The Courier News from Blytheville, Arkansas on September 14, 1953 · Page 2
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September 14, 1953

The Courier News from Blytheville, Arkansas · Page 2

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Blytheville, Arkansas
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Monday, September 14, 1953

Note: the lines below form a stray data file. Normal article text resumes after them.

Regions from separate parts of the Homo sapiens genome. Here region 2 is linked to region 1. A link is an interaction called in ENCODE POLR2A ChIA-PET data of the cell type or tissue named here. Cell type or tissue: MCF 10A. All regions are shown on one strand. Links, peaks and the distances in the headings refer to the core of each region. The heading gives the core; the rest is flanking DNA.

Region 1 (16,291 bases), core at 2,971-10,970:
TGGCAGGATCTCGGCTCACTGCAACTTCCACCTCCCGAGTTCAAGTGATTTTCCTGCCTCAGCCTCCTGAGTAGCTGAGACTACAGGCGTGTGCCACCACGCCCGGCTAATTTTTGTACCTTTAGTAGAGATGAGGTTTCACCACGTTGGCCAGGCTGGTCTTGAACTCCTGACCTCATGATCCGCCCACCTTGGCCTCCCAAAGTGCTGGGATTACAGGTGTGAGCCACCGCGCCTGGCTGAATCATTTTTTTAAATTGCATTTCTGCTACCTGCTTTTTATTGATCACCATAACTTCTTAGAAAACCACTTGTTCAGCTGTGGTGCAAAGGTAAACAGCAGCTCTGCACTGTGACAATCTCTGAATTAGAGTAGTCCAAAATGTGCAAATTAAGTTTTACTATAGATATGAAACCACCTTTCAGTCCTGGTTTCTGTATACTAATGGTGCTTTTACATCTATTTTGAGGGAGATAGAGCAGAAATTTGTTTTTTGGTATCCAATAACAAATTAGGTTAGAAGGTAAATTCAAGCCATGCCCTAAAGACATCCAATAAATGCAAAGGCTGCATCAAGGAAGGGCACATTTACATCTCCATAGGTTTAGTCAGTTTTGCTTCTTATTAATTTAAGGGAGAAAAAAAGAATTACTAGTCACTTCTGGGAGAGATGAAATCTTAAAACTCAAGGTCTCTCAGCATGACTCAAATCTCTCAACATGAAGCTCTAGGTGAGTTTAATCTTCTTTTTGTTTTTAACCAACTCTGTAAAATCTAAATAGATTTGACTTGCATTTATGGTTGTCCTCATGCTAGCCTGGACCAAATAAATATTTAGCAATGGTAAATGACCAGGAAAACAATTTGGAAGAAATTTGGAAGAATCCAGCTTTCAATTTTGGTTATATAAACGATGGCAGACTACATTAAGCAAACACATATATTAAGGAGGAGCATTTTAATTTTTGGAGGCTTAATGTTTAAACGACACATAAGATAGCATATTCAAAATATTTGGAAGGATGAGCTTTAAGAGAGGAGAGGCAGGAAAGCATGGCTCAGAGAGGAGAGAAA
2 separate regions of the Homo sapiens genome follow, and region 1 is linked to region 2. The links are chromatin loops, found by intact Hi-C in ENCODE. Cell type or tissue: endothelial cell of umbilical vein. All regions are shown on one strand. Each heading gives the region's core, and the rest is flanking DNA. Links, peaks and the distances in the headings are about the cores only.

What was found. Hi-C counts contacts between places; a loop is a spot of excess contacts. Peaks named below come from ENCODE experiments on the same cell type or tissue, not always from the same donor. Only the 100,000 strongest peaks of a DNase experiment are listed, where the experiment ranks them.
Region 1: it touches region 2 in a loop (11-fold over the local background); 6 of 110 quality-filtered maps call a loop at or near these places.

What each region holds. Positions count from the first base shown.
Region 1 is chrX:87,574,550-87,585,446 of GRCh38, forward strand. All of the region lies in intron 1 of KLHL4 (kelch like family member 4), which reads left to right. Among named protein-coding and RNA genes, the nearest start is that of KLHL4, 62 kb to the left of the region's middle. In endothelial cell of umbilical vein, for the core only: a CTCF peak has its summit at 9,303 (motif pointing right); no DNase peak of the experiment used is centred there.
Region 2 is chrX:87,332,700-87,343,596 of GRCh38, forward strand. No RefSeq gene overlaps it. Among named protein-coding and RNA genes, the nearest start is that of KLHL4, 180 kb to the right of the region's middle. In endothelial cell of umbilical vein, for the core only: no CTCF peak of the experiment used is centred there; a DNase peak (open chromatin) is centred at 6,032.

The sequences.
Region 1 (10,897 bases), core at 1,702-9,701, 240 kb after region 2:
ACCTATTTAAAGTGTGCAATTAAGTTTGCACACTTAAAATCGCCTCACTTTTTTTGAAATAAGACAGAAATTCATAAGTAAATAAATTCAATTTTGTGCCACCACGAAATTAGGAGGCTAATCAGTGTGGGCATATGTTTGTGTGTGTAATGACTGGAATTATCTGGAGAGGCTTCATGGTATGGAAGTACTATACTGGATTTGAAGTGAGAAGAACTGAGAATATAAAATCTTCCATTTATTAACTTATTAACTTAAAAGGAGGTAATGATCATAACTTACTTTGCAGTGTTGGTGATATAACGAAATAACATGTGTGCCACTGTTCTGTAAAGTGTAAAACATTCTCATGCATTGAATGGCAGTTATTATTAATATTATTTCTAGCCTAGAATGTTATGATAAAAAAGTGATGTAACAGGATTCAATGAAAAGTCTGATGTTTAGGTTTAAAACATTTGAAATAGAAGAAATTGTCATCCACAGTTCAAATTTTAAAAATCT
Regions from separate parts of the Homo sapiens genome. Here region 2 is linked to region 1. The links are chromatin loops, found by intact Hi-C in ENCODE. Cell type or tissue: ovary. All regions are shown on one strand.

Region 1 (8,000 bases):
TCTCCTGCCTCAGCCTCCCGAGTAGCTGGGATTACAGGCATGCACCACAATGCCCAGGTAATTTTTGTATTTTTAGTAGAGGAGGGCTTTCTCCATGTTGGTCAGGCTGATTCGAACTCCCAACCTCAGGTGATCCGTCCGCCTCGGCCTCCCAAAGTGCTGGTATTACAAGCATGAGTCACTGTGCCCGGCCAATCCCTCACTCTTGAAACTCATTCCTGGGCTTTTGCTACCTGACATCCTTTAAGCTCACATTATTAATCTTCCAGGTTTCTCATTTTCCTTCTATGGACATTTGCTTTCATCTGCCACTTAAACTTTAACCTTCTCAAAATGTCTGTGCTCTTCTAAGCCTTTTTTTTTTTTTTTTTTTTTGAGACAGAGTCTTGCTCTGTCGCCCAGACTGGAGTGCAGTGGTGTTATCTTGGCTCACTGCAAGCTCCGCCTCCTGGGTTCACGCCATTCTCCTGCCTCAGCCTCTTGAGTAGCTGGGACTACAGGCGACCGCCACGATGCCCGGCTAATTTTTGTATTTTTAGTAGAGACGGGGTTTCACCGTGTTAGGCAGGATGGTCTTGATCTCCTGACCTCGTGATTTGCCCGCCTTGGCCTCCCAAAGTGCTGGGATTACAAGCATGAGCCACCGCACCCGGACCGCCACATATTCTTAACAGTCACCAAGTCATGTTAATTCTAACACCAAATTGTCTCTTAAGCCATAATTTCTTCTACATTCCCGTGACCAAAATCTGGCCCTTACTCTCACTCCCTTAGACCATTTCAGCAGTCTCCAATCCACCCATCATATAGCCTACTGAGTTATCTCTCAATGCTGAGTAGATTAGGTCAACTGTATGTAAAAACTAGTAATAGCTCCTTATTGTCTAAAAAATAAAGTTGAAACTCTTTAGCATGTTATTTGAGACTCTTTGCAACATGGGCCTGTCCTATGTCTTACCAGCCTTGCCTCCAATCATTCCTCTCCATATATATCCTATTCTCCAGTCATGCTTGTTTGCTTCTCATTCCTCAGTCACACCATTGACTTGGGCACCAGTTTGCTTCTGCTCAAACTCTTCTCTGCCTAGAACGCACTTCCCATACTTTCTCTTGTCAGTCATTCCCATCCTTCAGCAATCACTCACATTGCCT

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PAGE TWO BLYTHEVILLE (ARK.) COURIER NEWS MONDAY, SEPT. 14, 1988 Scientists Plan Experiments In Attempt To Alter Seasons By FRANK CAREV AP Science Reporter ' MADISON, Wis. (AP) — Scientists are planning to explore the possibilities of chemically speeding springtime and delaying winter — as far as crops are concerned, This was made known Sunday at a conference of some of the world's outstanding experts on solar energy already available to agriculture — and also to lap a virtually wasted bounty of solar radiation as a means of supplying useful heal and power for homes and industry. • • • and South Africa, ends today. * The idea of the chemical "crop senson extension" would be.U) to hasten the opening of planting season a couple of weeks by spreading chemicals on the snow or frosted ground to promote melting, and (2) chemically treating the ground during growing season so as to absorb enough solar heat to delay Jack Frost's attacks for another couple of weeks at season's end. But scientists told reporters at • news conference in connection with the meeting that, while the • objective is one Justifying intensive resenrch, the problem will be to find chemicals that would trap the sun's energy—and release it under controllable conditions. j One scientist said the Russians claim to have acnievea goou success in speeding springtime in the Soviet by spreading coal dust on the snow to trap rays of the sun. The conference of solar experts, including about 30 Americans, two Canadians and one scientist each from Australia, Israel. India, Italy Fans Mourn Death of Actor Lewis Stone HOLLYWOOD (/P) — Friends and lans today mourned the tragic pas sing of Lewis Stone, 73, the dign: lied veteran of stage and screen who collapsed and died Saturday night while chasing three teen nge prowlers outside his Hollywood home. Private funeral services will be conducted at the actor's honv Wednesday morning- Mrs. Hazel Stone widow of th< white-rhaired actor who prolrayei "Judge Hardy," in the movies, salt her husband was watching tele vision when he heard prowlers out' side. He collapsed on a sfdewall while chasing the boys and died o a heart attack without regaining consciousness. Mrs. Stone said lawn furnjtun had been thrown in their swimming pool and that there had been trouble of this kind before. Police took three boys, one 13 and the others 15, into custody and ^bookec them, on suspicion pi mnttcius mischief^ Later they -were released to cuatafly of their parents pending possible juvenile court action. Stone had been in show business more than 50 years. He WRS born in Worcester, Mass. He served in the Spanish-American War and was a calvary major and instructor in World War 1. Hts appearance in the Broadway stage play "Sidetracked" led to stardom and other hits in which he appeared included "The Girl of the Golden West" and "The Bird of Paradise-" In recent years Stone had curtailed his acting work but just a few weeks ago he completed a picture, "All the Brothers Were Valiant." His first picture, "Honor's Altar," was in 19J5. Other early films Included "Scaramouche," "Grand Hotel" and Prisoner of Zenda." In addition to his widow Stone Is survived by two daughters, Barbara and Virginia, He had been married twice before. 1 His first wife •was the late Margaret Langliam. He and his second wife, Florence Pryor, known as Florence Oakley on the stage, were divorced in 1939. The need for research into vanous conceivable uses iur sut.^ energy was underlined at the news conference by statements marie by Palmer Putnam, Washington, D.C., an engineering consultant 10 me government. He asserted that if the present "increasing" rate of power demand continues — and under-privileged countries are developed as envisioned by some authorities — the economically recoverable resources of regular fuels, such as coal, will give out in about 70 years. On the same basis, he added, the atomic fueis, urunium uionum, will last only 175 years. Dr. G. O. G. Lor, Denver, scien-| Uric consultant to the American i tnt'iuow <_iflss Co., said his firm lias supported research on solar iisai.n b oi homes "imd 1ms faiih that such solar heating is realizable within 10 years." Dr, Charles G. Abbott, famed sun-scientist of the Smithsonian Institute, said he's invented "solar engine" which he's conii- dent could be developed into commercially feasible device for lurnishing heat, electricity pumping and irrigation power "a small farm." A scientist from India reported "soiar cookers" costing $14 each have recently been placed on the market in that sun-rich country. 'or Edison's Colleague, C. F. Nestor, Dies SAN FRANCISCO (/Pj—Cornelius E. Nestor, 87, who pioneered with Thomas A. Edison the development and .sales of recording devices, died yesterday. Nestor went to work for the famous investor at the age of 12 at East Orange, N. J. He claimed he was the first to think of using wax cylinders to record music. Evidence at Hand ST. LOUIS (W — Pollen, Investigating report* of a conterfeit cigarette tax stamp ring, didn't have to look far for some of the evidence. They reported yesterday some packs bearing phony city tax stamps DO Favorite Foods "Talk Back" to You? TUMS Quickly Neutralize !*«•• Acid Nearly everyone hsi favorite foods that sometimes bring on heartburn, sourness and acid indigestion. Rut millions have found die answer ii simple »5 A-B-C. They iiisi tarry « handy roll of Turns in pocket or purse. F.at 1 or 2 Turns for swift, soothing relief. They cnn't over-alkalize—can't Cause acid rebound. And they nre FAST! Get a loll of delicious TUMS unlay! ffiffi TVMI 101 THI TUMMT Rita's Daughters Are Under Guard Two Death Threats Received Concerning Return to Aly LOS ANGELES W — Rita Hny- worth's two young daughters are under armed guard at her home today after the film star's attorney salt! Miss Hayworili received the second of two letters throu'emng death unless she returns to Prince Aly Khan. Included in the death threat was Yasmin. Ritrt's 2' 2 year old daughter by Aly. Rita's attorney, Hartley Crum, who confirmed receipt of the two etters, snid the armed guard was placed over Yasmin and her half- sister, Rebecca Welles, 8. daughter of Orson Welles, at Miss Hayworth's home here, "I don't know if this Is serious or not. hut it would be very foolish :o take a chance," Crum said. Miss Hnyworth is in Las '/egas, Nev., visiting crooner Dick Haymes whom she plans to marry later this nonth. The FBI there opened an investigation into the threats yes- erday and It will be continued oday. Both letters reportedly bore post- OOUBLE DUTY —Something new in "convertible!*" is being .shown at the Novelty Fair in Number^, Germany. If the Ice should suddenly melt, the wearer of the skates can quickly transform them into rollf- were in vending machines at police headquarters. marks from New Rochelle, N. Y. The first was received several days igo, and a spokesman at Las Vegas ;aid it was relayed from a Hollywood columnist. The second arrived Saturday at Miss Hayworth's hotel in Las Vegas. The actress Was divorced from Prince Aly in Reno last Jan. 261 nd last Friday turned down a divorce settlement which Crum said involved approximately one million dollars for the support of Yasmin. Rita's objection was on a condi- on of the settlement that Yasmin e exposed to Moslem teachings when she is seven, and having the hild taken to Europe for two or three month? each year. Crum said there was a possibility that the unsigned threatening letters originated with some followers of the Moslem faith. He said he will ask Charles Torem, Aly's attorney In Paris, to request that the Aga Khan, Aly'fi father and Moslem leader, caution Pennsylvania Pulchritude Gets Corner on Beauty Contest Mart ATLANTIC CITY, N. J. I* — Pennsylvania had a corner on the beauty market today, with lovelies from that state the winners of thr 1954 Miss and Mrs. Amerlc- erovwis. As Evelyn Margaret Ay launche a whirlwind tour today, her victor Saturday night over 51 other bear ties in the Miss America pagear seemed like a dream. It was the same tor Mrs. Erna Snyder, chosen rrom among 3 other wedded beauties to wear th" Mrs. America crown at Asbury Park last night. Miss Ay, wno prefers to be called "Evvy," has a week of television appearances and wardrobe fitting in New York to go through before taking to the road. Her heart belongs to a naval officer trainee, and she sported a diamond engagement ring on the third finger of her left hand at her first press conference yesterday. The 20-year-old pageant winner, who hails from the small town of EphraU, Pa., is a University of Pennsylvania coed. She got the ring a week ago from Carl Sempier of Verona, N- J>, 22, an ex-football plnyer now in a navy officer train- g school at Newport, R. I. Evvy's surprised she was the victor, because she thinks she's too fat in places, She weighs 132 and •Hands 5 feet 8 inches high, her i bust-waist-hips measurements are 37. 24, and 38 inches. ' Besides $40,000 in personal appearance fees, Miss America gets a $5.000 scholarship and other; awards worth another $5,000. There'll be an ironic touch to Mrs. America's appearance today his followers. 100 for 4»<, 12 for UK FOR SALE FRESH CAGED EGGS TJretl of "cold storage" eggs for your breakfast? We have plenty of fresh, cnget! eggs available at all times. They nre tasty, nutritions and infertile and produced under (he most sanitary conditions possible. A treat (o eat. \Ve will deliver them right to your door. Shown in the above photo is a portion of our "egg factory" at our farm near Promised Land. We extend an invitation to all to come out and inspect our flock. SEE or CALL H. L HALSELL Blytheville Route 2 Phone 6632 JimmieEdward* fi, JJ|/E IIKE LUCY 1 LOVE LOCr"-D«ni m ,« m.nc* 1 . lop TV iho- with l.ucilli rhlllipMomi, •very wcokovci CBS NOW-FOR YOUR HOME, THE LOVELY "I LOVE LUCY" SUITE/ • nJ D*il -»*t Luej" p.)*«>M »wW "Wa lovt Fashion Trend" say Lucille Bali and D«ti Amsz, start of the iabulout "I Lov« Lucy Show". You, loo, will love thii Faihion Trend Suite ... for iis charming style especially ct«*t J for Lucy & Desi by Edmond J, Spence . . . for iti lubtle ytl •tunning contrail of light Ivory Korina *nd gorgeou* Natural Walnut ... lor the many quality features that mbke Fashion Trend one ol the most famous names in furniture . . . and for the down-to-earth price that nuk*t Fashion Trend *t easy to own at it is to love! HERE'S THE BEAUTIFUL FASHIOK TREND BEDROOM SD1TE CHEATED ESPEC1AUT F0« LUCY AND DESI AND THEIR SENSATIONAL TELEVISION SHOW, "I L07E LDCt" —CHOSEN FOE THEIB HOLLYWOOD HOME, TOOI IOOILE man $ »d lOOXCASt IU 198 L ° Jimmie Edwards Furniture Co. i,M T.H. $31.95 301 E. Main Phone 2487 Tkll Ii FAIHION TICND • ••II C»»> l» tttm-ltit turn, at a fair In Reading In her home state of Pennsylvania. Mrs. Snyder had entered two beauty contests 'here In the past, but the best she 'd was to finish as a runner-up. "I didn't expect to win," she said !ter being given the crown last •iht, "I still can't believe It." The 115-pound. 5 feet 4% inches-.11 mother of two boys also has year of personal appearances head of her as the Queen of mar- .•ied lovelies. Mrs. Snyder, 24, has a 34-Inch ust, 23-inch waist and 34-Inch hips. Beauty alone isn't enough in de- ermining a winner in the Mrs. America contest. Homemaking ability was equally important. Runnersup in order in the Miss America pageant, and the scholarship prizes they won, were: Miss New York City, Joan Cecelia, Kaible, $3,000; Miss Virginia, Anne Lee Ciglis. Norfolk, 52.500; Miss Alabama, Virginia Me- David. Birmingham. S2.000; Miss Mississippi. Susanne Dugger, Pic- yune, $1,500. In the Mrs. America contest, second place went to Mrs. Connecticut, Mary Ann Marcus of Dan- sury. and third to Mrs. North 'arolina, Melvyn Harper of Snow Hill. STRICTLY BUSINESS By Thompson Jewelry Guaranteed Watch Repair Special $3.50 Your watch Is disassembled, cleaned, pivots polished and hair-spring adjusted. Chronographs and automatics nut included. 3 Day Service ICREDIT JEWELER) I, t-ZiOCALCBtPIT t ft* LOCAL PfOPLf * •• sv LOCAL Hone -" ; GIFTS 114 W.MAI Money Is what you wll! save this fall if yon have storage bins to store your surplus bean crop. With a support price of approx- ibately $2.56 per bu. and an indicated fall price of $2.00 per bu. you can see this will mean a 5fic per bu. savings for the farmer on beans stored on the farm in i government approved storage. I Our bins can be financed with 4 ! years to pay. HE ONLY GRAIN BIN /ITH 6-PLY RIBS VERY Zl'A OF HEIGHT FOR EXTRA STRENGTH! EASIEST BIN OF ALL TO ERECT! •Stop in soon, while we still have famous -SIOUX- Steel grain bint! For Additional Information Please Call Blytheville Soybean Corp. « 1800 W. Main 6'vill; Phones 6856-6857 FOR FALL FURNITURE NEEDS SEE JIMMIE FIRST CAIN BOTTOM CHAIRS $1.95 Innerspring Mattress 180 Coil Fancy and Stripe Tick IRON BEDS Complete with Rails and Slats $1295 90 Coil SPRINGS $995 MATTRESS 50 Lb. Cotton $995 9 x 12 LINEOLEUM $295 (Seconds) Cash & Carry ROLL-AWAY BED With Innerspring Mattress $2995 12 FT. LINEOLEUMS Gold Seal and Armstrong Sq. Yd. 79' LAUNDRY HEATER $1295 Special END TABLES Bargain $[49 BREAKFAST SUITES 5 PIECE CHROME Red, Green Yellow, Gray $4995 6x6 Sandran Plastics $495 Special ROCKERS Upholstered $995 Jimmie Edwards Furniture Company 301 East Main Phone 2487